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What is a Neuromuscular Junction?

Mary McMahon
Updated Mar 03, 2024
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A neuromuscular junction is a place in the body where the axons of motor nerves meet the muscle, allowing them to transmit messages from the brain that cause the muscle to contract and relax. Every organism has thousands of these junctions that control the movements of the body and cause the heart to beat. It is only one example of many connections made between nerves and other parts of the body that result in a successfully functioning organism.

Neurons, or nerve cells, are specially designed cells that communicate using chemicals called neurotransmitters. Depending on the type of cell, specific neurotransmitters are designed to stimulate a response, assuming that a receptor is present. In addition to a body, neurons also have a long tail called an axon that terminates in dendrites, a bundle of fibers that can transmit chemicals to the next neuron. In the instance of a neuromuscular junction, one neuron can control many muscle cells, but each muscle cell only responds to one neuron.

At this junction, the motor neuron meets muscle tissue at an axion terminal. The surface of the muscle fiber forms small ridged folds for the end of axon to rest in. Inside these folds are depressions with acetylcholine receptors. The neuron forms synaptic vesicles that are filled with acetylcholine. They resemble small bulbs that will release the neurotransmitter when the muscle needs to contract.

The neuromuscular junction is crucial for life, and they begin forming early in fetal development. As motor neurons develop, a protein called agrin is made. This stimulates the formation of a muscle specific kinase, which will build receptors for acetylcholine on the surface of the muscle fiber. This is how the junction is formed, with the neuron itself emitting the needed chemical for development.

Several conditions can cause malfunctions at these sites, leading to loss of muscle control. Ultimately, lack of muscle control can cause death if it is severe, because the body's largest muscle, the heart, could stop beating. The most common such illness is myasthenia gravis, which is caused by an autoimmune reaction against acetylcholine receptors. As a result, motor neurons cannot transmit the chemical to the muscles, which will cause muscle weakness and an ultimate loss of control.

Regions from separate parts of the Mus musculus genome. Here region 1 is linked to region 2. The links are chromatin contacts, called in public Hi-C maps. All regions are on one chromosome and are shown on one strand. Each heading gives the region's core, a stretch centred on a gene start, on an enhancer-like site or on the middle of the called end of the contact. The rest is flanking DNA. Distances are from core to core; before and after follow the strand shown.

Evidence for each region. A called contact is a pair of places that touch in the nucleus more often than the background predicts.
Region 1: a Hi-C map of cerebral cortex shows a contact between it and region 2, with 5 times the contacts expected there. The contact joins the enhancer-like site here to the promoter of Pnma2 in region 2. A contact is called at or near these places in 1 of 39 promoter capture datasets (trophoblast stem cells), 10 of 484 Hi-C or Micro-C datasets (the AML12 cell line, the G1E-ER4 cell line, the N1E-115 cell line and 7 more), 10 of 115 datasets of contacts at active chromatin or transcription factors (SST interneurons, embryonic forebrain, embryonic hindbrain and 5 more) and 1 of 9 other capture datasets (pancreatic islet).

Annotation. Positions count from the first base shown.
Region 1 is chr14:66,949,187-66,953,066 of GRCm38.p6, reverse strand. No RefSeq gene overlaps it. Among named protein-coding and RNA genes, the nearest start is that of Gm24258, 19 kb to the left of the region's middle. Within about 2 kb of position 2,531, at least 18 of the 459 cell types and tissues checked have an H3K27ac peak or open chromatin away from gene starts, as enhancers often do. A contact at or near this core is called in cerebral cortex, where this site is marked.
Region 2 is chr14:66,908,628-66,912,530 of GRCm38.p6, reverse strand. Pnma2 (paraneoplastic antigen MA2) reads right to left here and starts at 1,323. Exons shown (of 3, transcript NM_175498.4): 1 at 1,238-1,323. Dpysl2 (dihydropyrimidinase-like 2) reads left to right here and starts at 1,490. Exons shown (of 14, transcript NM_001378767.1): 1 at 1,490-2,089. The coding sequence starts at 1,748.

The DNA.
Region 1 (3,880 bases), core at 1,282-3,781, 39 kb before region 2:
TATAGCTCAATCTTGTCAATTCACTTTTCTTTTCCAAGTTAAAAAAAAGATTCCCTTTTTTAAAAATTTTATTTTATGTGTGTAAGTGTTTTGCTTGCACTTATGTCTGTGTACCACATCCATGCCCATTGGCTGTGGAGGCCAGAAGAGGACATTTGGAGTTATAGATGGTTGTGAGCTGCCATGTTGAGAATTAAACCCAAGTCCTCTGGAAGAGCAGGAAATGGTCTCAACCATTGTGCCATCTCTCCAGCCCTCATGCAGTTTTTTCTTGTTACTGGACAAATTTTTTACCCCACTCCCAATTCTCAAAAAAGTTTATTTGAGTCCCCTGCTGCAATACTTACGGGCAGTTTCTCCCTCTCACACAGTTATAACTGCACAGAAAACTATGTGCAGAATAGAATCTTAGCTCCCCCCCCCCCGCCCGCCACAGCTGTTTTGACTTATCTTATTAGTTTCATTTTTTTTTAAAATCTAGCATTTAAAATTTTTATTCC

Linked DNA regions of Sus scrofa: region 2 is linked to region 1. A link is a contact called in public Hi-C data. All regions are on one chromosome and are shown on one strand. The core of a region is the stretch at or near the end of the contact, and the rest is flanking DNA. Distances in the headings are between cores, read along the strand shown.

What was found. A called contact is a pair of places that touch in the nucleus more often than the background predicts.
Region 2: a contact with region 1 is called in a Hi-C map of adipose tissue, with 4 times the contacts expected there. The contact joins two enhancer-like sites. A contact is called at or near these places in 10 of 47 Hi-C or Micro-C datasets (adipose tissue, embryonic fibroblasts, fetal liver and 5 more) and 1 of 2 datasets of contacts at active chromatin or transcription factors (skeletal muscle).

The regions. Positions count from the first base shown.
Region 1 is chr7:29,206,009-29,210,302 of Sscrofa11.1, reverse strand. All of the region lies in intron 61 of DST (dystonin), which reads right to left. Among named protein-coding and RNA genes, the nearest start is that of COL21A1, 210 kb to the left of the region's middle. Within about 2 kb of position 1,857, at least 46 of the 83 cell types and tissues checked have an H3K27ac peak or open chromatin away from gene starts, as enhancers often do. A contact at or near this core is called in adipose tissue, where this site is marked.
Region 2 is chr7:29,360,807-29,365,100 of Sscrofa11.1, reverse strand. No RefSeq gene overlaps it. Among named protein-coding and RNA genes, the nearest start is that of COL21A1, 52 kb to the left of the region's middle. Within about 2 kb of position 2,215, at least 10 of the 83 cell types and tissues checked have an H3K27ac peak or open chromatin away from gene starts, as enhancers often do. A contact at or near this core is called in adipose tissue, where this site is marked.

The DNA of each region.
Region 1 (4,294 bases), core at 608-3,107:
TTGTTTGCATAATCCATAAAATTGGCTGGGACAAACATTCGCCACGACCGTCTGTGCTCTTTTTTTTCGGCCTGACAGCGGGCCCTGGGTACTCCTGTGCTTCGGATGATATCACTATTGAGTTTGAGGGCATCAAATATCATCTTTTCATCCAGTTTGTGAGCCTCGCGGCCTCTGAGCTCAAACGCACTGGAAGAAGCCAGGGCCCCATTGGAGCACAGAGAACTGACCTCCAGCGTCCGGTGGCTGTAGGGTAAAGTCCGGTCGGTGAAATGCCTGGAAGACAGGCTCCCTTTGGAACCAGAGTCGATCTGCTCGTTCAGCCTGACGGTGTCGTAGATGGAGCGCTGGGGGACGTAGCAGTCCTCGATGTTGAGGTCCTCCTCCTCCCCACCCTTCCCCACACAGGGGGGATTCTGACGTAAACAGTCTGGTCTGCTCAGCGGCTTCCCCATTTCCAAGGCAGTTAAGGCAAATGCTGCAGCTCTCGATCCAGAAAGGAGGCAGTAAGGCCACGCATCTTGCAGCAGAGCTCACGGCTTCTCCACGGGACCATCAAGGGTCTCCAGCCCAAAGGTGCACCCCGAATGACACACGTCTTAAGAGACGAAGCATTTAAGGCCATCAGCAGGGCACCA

Myasthenia gravis tends to be more concentrated along skeletal muscles and is especially noticeable in the face. Additionally, some toxins, such as botulinum, will inhibit the release of acetylcholine, which will lead to muscle paralysis.

The Health Board is dedicated to providing accurate and trustworthy information. We carefully select reputable sources and employ a rigorous fact-checking process to maintain the highest standards. To learn more about our commitment to accuracy, read our editorial process.
Mary McMahon
By Mary McMahon

Ever since she began contributing to the site several years ago, Mary has embraced the exciting challenge of being a The Health Board researcher and writer. Mary has a liberal arts degree from Goddard College and spends her free time reading, cooking, and exploring the great outdoors.

Discussion Comments

By anon34433 — On Jun 22, 2009

Overall this is an acceptable answer. However, neurons do not cause the hearts of all species to beat (ie from frogs to humans). Each heart beat is generated by specialized heart cells (sinoatrial nodal cells) that generate there own spontaneous active. Rather, the nerves regulate the frequency of beating.

By anon30539 — On Apr 20, 2009

Describe the factors that lead to a muscle contraction, from the neuron to the neuro-muscular junction, what is happening at each part within the muscle cell and its organelles, leading to contraction in the muscle cell fibers.

Mary McMahon

Mary McMahon

Ever since she began contributing to the site several years ago, Mary has embraced the exciting challenge of being a...

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